But, no matter how many times I went to the school, it never mattered. It continued. Not one teacher, guidance counselor or principal in the elementary school, middle school or high school was ever effective in getting the abuse to stop. If anything it got worse. Walk through the schools in that district and there are anti-bullying posters on the walls. There are programs for kids. And you want to know the ironic part? I was invited into the district as an expert to do trainings for teachers on bullying. I guess I should have known there was no hope in that district when the teachers in my trainings would say things like, “Don’t you think bullying is just a rite of passage? Don’t you think it makes kids stronger?” I should have known then that my child wasn’t safe. I should have known then that NO CHILD is really safe as long as the adults only give lip service to the bullying problem.

As the years went on my son continued to be the target of bullying by derogatory slurs about his sexual orientation. When he left elementary school and went to middle school, some of his old buddies found a way to fit in with other popular kids – by ganging up on my son and making fun of him. His buddies from elementary school told all his new middle school classmates that he was gay. My son never had a chance. Perception is reality. I believe this is what led to the incident in the swimming locker room. But by that time, my son had lost any faith or trust in adults. I thought I had a good relationship with him, and I still believe I do – but he didn’t tell me about what happened. He was afraid of retaliation.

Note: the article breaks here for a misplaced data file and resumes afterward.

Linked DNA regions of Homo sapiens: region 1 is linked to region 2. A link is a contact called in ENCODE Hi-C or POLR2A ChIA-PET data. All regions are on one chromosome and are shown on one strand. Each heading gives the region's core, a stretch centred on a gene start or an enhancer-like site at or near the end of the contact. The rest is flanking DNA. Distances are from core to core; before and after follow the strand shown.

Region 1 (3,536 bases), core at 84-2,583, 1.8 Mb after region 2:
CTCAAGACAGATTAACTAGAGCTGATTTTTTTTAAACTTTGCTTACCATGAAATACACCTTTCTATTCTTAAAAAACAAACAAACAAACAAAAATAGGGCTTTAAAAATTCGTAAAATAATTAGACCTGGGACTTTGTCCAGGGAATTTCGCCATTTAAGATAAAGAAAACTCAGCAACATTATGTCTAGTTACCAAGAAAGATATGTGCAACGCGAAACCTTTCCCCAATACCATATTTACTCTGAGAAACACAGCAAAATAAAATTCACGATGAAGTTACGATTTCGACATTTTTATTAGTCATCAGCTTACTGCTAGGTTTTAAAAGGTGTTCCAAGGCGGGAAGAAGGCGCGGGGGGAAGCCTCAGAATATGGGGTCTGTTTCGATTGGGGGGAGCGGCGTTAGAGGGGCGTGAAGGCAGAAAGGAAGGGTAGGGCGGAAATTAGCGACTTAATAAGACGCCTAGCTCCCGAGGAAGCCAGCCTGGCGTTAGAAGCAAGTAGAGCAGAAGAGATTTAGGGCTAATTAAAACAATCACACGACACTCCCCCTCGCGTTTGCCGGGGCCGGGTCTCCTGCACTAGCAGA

In high school the violence has continued. During freshman year my son was randomly beaten up by a boy outside near the buses. Although this kid was disciplined for his behavior, my son was accused of provoking him, when all he said was “hello.” Again, the issue of sexual preference came up. I have no idea why since this wasn’t even a factor in the incident. My son reported to me later that school officials pressured him to admit he was gay during the investigation. In his sophomore year we had to go back to the school because members of the soccer team were posting that my son was a “fag” on their coach’s Facebook page. Yes, you heard me right – on their COACH’S Facebook page. These kids accused my twin sons of having sex with each other. They slammed my son into lockers in the hallway. When all was said and done, the ONLY reason anything was accomplished that time was because there was video evidence of my son being slammed into lockers. The hate slurs and Internet bullying were never addressed.